Moreover, a man skilled in the art would not combine the teaching of documents (2) and (4) since neither (2) nor (4) dealt with such a balance of properties.
Also contested was the assertion of the Appellant that the amount of the FRA was not relevant, because the inflammability depended exclusively on the amount of halogen incorporated into the composition.
VI. The Appellant requests that the decision under appeal be set aside and the patent be revoked. Moreover, he requests reimbursement of appeal fee under Rule 67 EPC.
The Respondent requests that the appeal be dismissed.
Reasons for the Decision
1. The appeal is admissible (cf. items III and IV).
2. The amendment of Claim 1 made during opposition proceedings does not give rise to any objection under either Article 123(2) EPC or 123(3) EPC because it amounts only to the deletion of one alternative type of epoxy compounds out of a group specified in Claim 1 of the patent in suit.
3. Closest prior art; objective problem and its solution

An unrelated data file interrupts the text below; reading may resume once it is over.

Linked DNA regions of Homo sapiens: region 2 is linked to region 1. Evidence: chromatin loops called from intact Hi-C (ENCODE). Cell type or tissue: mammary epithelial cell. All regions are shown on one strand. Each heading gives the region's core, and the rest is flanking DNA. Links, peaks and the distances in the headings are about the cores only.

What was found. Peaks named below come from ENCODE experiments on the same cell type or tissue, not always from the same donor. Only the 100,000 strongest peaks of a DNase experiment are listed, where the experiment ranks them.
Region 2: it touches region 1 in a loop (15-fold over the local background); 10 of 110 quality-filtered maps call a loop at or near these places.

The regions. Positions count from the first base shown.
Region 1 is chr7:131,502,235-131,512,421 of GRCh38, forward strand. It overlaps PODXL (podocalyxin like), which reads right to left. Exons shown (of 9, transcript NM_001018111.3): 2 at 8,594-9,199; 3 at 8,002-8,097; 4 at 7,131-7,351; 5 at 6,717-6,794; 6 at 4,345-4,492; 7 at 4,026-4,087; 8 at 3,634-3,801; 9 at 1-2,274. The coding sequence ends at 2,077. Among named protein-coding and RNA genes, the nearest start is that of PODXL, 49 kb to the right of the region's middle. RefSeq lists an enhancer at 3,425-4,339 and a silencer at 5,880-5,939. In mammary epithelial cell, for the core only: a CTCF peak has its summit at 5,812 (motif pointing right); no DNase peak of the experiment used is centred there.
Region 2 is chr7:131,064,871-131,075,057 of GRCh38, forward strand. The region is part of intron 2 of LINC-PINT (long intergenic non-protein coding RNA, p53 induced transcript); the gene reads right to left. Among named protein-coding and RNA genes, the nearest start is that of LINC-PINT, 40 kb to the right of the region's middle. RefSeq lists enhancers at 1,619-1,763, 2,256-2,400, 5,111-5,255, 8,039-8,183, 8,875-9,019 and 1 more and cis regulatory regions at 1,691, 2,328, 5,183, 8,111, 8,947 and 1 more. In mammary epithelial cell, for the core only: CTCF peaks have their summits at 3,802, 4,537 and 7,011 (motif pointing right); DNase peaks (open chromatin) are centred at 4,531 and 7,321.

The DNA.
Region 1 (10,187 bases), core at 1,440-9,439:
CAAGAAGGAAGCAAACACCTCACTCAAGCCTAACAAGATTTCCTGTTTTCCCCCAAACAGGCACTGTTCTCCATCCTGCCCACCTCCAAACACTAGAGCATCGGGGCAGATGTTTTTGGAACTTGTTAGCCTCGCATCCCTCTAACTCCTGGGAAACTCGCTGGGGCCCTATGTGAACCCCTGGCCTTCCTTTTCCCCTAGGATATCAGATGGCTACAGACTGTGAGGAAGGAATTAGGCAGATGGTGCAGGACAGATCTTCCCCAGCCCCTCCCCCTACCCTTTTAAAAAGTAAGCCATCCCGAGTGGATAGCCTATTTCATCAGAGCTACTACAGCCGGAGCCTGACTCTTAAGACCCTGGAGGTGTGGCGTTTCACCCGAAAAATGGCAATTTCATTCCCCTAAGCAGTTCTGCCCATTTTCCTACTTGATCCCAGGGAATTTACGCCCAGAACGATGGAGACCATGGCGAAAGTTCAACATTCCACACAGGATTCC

3.1. The Opposition Division considered document (4) to be the closest prior art (section II/3 of decision under appeal), although it did consider the alternative of starting from document (2) (cf. section II/7). In the Board's view, however, (2) is a more suitable starting point, since flame resistant polyester compositions having good blooming properties were previously known, the partial problem of improving such properties hence having been solved already.
3.2. Document (2) discloses a composition containing a linear polyester such as polybutylene terephthalate (PBT); a FRA such as a halogenated styrene oligomer having a degree of polymerisation between 3 and 20; and a synergist such as antimony trioxide (cf. Claims 1, 2, 3, 5 and 6). With this composition good blooming properties of articles made therefrom are achieved having, at the same time, good burning characteristics such as dripping. This document is silent on other characteristics such as tensile strength, elongation at break and thermal stability.
In the Board's judgment a man skilled in the art would, however, expect that the use of such halogenated aromatic compounds as FRA would lead to a certain impairment of physical properties (cf. e.g. column 1, line 67 to column 2, line 21 of (4)).